1973 – House minority leader Gerald R. Ford was sworn in as vice president, succeeding Spiro T. Agnew. Agnew, vice president to President Richard M. Nixon, resigned from his office and pleaded no contest to one charge of income tax evasion in return for the dropping of all other charges. Agnew, the only US Vice President to resign in disgrace, was fined $10,000 and given three year’s probation.
1983 – USS America battle group with 5,500 sailors, departs coast of Somalia, reducing offshore strength from 9,195 to 3,833. USS Independence takes up station.1988 – The space shuttle Atlantis landed in California.
1990 – Iraq announced that it would release all its hostages, saying foreigners could begin leaving in two days.
1998 – The astronauts of the Endeavour space shuttle attached Node 1 of the new space station to the cargo block Zarya.
2000 – A Pentagon investigation concluded in a 168-page report that 3 top Army Corps of Engineers officials manipulated a study to justify a construction binge on the Mississippi and Illinois Rivers.
2000 – Iridium Satellite won a 1-year, $36 million Pentagon contract for unlimited use.
2000 – A Russian court found US Citizen, Edmond Pope (54), guilty of espionage. Pope was sentenced to 20 years’ imprisonment by a Moscow court for espionage; however, he was pardoned by Russian President Vladimir Putin and released eight days after his sentencing.
2001 – President George W. Bush dedicated the national Christmas tree to those who died on Sept. 11 and to GIs who died in the line of duty.
2001 – Anthrax tainted mail turned up at a sorting site outside the Federal building in Washington DC. It had been received Dec 5.
2001 – In Afghanistan Mullah Mohammed Omar, the Taliban leader, decided to surrender Kandahar.
2001 – The U.S. government rejected amnesty for Mullah Omar or any Taliban leaders.
2004 – In Haiti gunfire erupted in a stronghold of ousted President Jean-Bertrand Aristide overnight, leaving at least three dead.
2004 – In Iraq 5 U.S. troops were reported killed in separate clashes in a volatile western province. Insurgents blew up part of a domestic oil pipeline in northern Iraq.
2004 – In Saudi Arabia Islamic militants threw explosives at the gate of the heavily guarded US consulate in Jiddah in a bold assault, then forced their way into the building, prompting a gunbattle that left 9 people dead and several injured. In 2005 two AK-47 assault rifles used in the attack were later traced to Yemen’s Ministry of Defense.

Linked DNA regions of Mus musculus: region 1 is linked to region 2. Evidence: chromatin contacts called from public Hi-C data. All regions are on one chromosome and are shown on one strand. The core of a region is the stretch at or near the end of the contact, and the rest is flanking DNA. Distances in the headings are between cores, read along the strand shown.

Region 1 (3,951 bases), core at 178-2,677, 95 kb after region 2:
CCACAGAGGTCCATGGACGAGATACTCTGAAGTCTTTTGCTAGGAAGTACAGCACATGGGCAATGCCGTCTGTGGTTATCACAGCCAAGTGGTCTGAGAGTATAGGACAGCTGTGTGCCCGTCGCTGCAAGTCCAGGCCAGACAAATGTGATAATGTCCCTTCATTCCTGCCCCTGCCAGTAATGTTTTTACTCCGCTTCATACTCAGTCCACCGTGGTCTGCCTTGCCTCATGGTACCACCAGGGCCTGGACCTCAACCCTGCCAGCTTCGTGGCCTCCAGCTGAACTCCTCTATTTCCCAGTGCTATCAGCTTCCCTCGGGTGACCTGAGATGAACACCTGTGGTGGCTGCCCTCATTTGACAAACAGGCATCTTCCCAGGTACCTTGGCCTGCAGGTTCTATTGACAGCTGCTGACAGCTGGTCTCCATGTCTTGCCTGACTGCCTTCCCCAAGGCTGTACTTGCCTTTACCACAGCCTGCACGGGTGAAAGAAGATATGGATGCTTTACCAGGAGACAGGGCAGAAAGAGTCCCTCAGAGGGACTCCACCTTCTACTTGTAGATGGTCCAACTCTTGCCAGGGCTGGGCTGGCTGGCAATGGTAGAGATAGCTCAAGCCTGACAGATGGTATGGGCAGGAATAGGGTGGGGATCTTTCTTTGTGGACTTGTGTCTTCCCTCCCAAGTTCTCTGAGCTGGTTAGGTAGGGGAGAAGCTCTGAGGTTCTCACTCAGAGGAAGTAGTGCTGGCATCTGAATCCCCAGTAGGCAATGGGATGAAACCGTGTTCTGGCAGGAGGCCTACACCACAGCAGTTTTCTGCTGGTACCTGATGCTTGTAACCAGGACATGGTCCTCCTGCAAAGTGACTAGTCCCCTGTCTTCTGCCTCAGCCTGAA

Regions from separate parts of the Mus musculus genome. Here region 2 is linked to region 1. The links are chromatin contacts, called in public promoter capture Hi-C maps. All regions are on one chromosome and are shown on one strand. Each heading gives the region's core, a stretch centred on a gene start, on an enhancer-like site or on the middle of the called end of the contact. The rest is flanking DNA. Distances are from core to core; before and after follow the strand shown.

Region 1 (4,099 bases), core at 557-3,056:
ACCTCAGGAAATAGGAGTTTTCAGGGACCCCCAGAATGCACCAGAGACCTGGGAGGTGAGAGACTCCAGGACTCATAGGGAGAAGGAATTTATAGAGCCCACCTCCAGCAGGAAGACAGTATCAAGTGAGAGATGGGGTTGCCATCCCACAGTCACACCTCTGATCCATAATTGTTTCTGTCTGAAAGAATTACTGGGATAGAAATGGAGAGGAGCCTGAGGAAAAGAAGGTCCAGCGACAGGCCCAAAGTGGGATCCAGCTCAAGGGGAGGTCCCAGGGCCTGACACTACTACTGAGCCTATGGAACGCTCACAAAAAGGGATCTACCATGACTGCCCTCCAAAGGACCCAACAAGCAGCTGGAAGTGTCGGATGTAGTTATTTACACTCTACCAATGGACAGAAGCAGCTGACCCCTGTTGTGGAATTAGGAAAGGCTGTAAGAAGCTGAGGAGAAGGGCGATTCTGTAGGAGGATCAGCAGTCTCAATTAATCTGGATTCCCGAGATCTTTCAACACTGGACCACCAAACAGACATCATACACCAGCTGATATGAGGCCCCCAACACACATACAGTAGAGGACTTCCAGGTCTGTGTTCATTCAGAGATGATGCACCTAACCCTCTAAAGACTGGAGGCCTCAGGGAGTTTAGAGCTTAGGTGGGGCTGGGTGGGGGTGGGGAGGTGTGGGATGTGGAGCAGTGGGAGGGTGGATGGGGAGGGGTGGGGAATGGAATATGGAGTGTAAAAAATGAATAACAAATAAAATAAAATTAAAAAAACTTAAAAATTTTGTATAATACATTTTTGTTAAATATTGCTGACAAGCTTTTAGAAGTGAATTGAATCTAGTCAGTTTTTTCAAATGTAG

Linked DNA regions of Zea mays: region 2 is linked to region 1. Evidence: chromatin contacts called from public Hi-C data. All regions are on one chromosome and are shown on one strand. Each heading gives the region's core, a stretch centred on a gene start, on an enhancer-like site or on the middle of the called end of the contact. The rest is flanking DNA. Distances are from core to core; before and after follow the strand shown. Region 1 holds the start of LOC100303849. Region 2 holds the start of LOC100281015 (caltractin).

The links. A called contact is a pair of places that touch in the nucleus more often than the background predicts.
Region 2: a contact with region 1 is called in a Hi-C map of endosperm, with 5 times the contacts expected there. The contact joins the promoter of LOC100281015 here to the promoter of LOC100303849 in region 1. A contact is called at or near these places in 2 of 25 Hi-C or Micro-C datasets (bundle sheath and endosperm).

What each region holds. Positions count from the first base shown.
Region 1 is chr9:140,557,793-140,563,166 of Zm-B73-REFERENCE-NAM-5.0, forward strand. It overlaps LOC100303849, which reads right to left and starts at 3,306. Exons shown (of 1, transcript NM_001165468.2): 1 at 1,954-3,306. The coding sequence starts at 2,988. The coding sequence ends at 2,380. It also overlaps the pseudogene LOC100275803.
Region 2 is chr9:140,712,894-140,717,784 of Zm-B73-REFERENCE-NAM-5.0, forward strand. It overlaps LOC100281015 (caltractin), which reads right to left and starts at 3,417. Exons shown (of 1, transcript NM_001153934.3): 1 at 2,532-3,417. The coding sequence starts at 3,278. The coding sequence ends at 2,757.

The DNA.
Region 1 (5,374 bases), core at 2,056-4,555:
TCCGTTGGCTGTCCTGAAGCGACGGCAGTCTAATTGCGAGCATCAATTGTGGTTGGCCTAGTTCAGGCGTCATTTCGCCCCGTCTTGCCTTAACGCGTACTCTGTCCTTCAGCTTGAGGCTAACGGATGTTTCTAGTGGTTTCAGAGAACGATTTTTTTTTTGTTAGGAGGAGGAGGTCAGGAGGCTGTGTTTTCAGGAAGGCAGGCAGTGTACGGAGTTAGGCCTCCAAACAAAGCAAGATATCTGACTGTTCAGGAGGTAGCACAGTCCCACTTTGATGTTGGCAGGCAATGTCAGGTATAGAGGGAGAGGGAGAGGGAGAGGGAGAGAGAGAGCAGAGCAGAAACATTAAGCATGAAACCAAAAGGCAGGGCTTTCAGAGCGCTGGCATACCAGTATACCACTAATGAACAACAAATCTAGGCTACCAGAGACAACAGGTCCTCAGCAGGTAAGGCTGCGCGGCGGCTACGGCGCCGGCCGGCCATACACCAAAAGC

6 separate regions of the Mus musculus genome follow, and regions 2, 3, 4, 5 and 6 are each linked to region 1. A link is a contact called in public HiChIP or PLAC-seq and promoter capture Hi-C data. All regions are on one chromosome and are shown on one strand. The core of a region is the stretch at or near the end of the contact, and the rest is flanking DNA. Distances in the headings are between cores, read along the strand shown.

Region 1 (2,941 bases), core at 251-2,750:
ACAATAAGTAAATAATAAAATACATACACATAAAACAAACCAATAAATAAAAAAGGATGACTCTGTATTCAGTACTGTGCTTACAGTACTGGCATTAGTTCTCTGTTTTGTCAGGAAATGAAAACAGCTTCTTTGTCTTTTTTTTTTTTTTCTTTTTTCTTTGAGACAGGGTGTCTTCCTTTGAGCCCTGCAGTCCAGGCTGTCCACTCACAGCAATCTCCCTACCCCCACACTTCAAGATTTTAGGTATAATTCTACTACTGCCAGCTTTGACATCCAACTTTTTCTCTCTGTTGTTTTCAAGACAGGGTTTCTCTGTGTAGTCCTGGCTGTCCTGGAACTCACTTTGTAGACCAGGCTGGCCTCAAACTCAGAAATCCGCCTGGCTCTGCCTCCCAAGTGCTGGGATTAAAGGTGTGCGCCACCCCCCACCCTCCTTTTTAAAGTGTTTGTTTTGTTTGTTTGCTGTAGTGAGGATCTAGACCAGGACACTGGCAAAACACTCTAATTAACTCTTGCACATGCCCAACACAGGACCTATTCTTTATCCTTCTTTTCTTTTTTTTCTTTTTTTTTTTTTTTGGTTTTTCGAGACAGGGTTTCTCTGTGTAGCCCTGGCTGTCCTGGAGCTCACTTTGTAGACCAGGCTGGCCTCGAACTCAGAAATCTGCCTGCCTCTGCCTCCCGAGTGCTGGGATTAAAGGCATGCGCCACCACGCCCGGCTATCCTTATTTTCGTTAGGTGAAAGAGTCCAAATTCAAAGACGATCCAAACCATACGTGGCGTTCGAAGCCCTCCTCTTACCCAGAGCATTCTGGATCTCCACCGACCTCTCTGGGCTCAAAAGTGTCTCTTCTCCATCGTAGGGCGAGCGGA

2005 – In Iraq, assailants kidnapped an American security consultant. On 8 December 2005, the assailants killed their victim. The Islamic Army in Iraq (IAI) claimed responsibility.
2006 – The Iraq Study Group Report was released. Iraq Study Group, made up of people from both of the major U.S. parties, was led by co-chairs James Baker, a former Secretary of State (Republican), and Lee H. Hamilton, a former U.S. Representative (Democrat). It concluded that “the situation in Iraq is grave and deteriorating” and “U.S. forces seem to be caught in a mission that has no foreseeable end.” The report’s 79 recommendations include increasing diplomatic measures with Iran and Syria and intensifying efforts to train Iraqi troops.
2006 – NASA reveals photographs taken by Mars Global Surveyor suggesting the presence of liquid water on Mars.
2014 – An American civilian, journalist Luke Sommers, and a South African civilian, teacher Pierre Korkie, are killed during an attempt to rescue them by U.S. Navy SEALs in Yemen. Eight others were successfully recovered. They were being held hostage by al-Qaeda in the Arabian Peninsula.
2014 – NASA’s New Horizons spacecraft reawakened at 8:00 PM UTC in preparation for observing the dwarf planet Pluto and its satellites. New Horizons, launched on January 19, 2006, will begin distant observations on January 15, 2015.